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Where Wound Healing Begins.

ACHM History

The American College of Hyperbaric Medicine was formed in 1983 by a group of physicians practicing the developing specialty of hyperbaric medicine who noticed the need for a national professional organization dedicated to serving as a medical specialty society. Originally based in Houston Texas, the organization relocated to Milwaukee in 2006 and operated under the direction of Dr. Eric P. Kindwall the first official ACHM Executive Director.

The ACHM has worked to develop an image of hyperbaric oxygen therapy as a distinct medical specialty, often requiring full time practice. The ACHM has made significant contributions to the practice of hyperbaric medicine. One historical clinical influence was the publication of Preferred Practice Protocols for Hyperbaric Medicine. These protocols provided a basic description of how and when to use hyperbarics to aid patients with specific ailments. These were the first best practice hyperbaric guidelines and standards to be published. They were distributed throughout the U.S. and included hundreds of references to key studies that proved the effectiveness of hyperbarics in certain conditions.

The ACHM established the first pathway to clinical certification in hyperbaric medicine when it launched the Physician Certification in Hyperbaric Medicine in 2003. This pathway provides a Certificate of Added Qualification (CAQ) and has become a recognized certification alternative for those physicians who are not eligible for formal board certification. In 2006, the ACHM initiated the Radiation Research Registry to address a growing crisis: the determination by several national insurance providers that HBOT for Radiation Necrosis should be categorized as “experimental-investigational”. This monumental effort produced the largest hyperbaric registry ever published and demonstrated the significant efficacy and usefulness of hyperbaric therapy in the management of radiation injured patients.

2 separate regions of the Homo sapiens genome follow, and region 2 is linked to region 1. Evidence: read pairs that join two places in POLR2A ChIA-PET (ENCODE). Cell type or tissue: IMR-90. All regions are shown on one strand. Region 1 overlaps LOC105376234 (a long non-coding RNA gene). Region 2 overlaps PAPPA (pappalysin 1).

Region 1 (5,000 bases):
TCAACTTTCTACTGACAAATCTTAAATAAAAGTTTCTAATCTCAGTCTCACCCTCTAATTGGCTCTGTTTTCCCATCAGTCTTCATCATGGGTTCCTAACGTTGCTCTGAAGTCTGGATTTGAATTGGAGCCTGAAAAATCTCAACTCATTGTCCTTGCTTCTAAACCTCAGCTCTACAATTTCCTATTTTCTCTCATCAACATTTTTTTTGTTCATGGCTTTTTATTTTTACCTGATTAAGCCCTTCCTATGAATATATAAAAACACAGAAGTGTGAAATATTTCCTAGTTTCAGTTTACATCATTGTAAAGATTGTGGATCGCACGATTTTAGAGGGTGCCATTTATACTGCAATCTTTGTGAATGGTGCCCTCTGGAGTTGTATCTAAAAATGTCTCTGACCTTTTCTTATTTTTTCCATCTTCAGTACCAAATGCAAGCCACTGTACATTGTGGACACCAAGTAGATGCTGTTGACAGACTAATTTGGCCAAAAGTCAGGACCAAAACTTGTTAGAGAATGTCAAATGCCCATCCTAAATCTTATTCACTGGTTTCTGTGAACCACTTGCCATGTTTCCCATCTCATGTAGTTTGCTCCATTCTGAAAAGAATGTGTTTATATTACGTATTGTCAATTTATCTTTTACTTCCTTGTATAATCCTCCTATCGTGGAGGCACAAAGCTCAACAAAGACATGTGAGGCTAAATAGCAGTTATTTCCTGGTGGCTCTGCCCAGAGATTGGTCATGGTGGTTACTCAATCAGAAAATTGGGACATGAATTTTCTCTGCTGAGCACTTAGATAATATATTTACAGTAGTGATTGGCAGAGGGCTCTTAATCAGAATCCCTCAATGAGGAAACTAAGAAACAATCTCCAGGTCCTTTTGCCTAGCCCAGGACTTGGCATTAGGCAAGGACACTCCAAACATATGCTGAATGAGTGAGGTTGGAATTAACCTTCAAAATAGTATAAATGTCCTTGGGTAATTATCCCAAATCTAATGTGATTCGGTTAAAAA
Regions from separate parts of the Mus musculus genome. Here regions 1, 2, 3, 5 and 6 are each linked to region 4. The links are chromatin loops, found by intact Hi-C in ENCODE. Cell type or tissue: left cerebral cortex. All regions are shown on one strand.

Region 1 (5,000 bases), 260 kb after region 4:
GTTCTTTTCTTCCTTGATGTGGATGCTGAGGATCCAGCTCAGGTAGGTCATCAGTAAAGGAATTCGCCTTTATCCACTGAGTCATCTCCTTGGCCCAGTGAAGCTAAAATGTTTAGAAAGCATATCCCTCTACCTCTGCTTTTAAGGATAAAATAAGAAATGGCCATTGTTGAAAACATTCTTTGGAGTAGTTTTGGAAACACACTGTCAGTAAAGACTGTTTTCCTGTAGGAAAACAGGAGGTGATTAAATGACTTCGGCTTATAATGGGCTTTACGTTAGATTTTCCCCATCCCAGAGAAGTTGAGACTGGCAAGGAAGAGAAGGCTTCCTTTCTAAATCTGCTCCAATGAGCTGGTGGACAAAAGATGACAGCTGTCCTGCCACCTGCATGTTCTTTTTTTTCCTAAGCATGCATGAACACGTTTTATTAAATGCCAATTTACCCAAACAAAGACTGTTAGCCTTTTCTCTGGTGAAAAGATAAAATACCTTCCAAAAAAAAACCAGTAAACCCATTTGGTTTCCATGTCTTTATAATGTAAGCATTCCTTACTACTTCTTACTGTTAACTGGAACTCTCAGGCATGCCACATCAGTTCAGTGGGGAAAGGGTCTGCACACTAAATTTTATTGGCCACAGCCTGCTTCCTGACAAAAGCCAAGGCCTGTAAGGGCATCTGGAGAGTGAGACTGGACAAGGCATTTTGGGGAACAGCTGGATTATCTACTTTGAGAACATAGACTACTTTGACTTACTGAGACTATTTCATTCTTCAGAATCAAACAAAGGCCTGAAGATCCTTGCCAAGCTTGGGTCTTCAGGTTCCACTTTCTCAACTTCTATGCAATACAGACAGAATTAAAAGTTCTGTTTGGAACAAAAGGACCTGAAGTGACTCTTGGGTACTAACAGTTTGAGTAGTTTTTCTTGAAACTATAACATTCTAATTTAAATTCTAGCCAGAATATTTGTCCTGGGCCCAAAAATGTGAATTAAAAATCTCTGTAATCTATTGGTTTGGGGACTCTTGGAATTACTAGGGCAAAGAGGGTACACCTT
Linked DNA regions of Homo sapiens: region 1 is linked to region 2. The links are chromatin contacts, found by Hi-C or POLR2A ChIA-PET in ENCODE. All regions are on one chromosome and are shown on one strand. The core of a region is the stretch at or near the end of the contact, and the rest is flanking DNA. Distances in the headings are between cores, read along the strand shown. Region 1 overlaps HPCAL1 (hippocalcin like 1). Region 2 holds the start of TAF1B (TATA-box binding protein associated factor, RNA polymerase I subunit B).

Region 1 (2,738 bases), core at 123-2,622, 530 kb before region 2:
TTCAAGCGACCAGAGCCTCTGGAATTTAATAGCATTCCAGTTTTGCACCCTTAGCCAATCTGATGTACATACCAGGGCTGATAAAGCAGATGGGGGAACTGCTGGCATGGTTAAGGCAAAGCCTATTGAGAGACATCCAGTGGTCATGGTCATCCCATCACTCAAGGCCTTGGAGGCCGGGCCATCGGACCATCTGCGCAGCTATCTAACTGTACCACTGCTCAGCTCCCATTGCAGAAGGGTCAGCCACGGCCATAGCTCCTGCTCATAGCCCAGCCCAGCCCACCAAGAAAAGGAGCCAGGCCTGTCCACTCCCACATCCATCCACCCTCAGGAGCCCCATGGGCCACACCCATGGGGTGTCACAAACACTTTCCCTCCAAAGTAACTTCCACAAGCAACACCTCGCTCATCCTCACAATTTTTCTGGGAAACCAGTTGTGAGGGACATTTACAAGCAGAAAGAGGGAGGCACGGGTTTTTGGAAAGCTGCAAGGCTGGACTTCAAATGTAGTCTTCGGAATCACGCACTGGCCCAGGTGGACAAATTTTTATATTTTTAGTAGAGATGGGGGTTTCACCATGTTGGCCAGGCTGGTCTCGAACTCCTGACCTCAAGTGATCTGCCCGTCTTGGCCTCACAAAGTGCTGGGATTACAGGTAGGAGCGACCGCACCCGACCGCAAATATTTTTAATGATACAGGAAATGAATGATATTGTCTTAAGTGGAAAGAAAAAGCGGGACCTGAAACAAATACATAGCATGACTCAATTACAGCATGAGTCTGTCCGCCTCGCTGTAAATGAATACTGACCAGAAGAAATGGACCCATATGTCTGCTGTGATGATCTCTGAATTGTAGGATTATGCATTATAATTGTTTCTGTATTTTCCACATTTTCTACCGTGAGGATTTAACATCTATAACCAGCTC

Honoring Dr. Kindwall

During his life, former executive director of the American College of Hyperbaric Medicine (ACHM) and hyperbaric medicine pioneer Dr Eric Kindwall made considerable contributions to hyperbaric medicine in both education and publication. Kindwall managed to be both learned and down-to-earth. The man sometimes called the father of hyperbaric medicine, credited with more than 90 articles and book chapters, fluent in seven languages, was known to walk about in mismatched socks.

He discovered his interest in diving and hyperbaric pressure as a teenager at Wauwatosa High School. The inspiration was a book Kindwall got from the Wauwatosa Public Library by Navy salvage expert Edward Ellsberg, author of such classics as “Thirty Fathoms Deep” and “Men Under the Sea.” He and childhood friend Norm Feige went diving in quarries. They pooled together $250 and sent away to a California company for an aqualung, a portable breathing device for divers. Together the young men founded the Wauwatosa Diving and Salvage Co.

At 18, Kindwall became a merchant marine, sailing off the coasts of Sweden, Denmark, England and Canada. He majored in zoology at the University of Wisconsin in Madison and in 1960 graduated from the Yale University School of Medicine. During the Vietnam War, Kindwall went into the Navy, serving on the nuclear submarine the USS Robert E. Lee. He was a medical officer and taught diving to the other sailors. In the mid-1970s, after leaving the Navy, Kindwall returned to the Milwaukee area and began working at St. Luke’s Hospital as chief of the Department of Hyperbaric Medicine.

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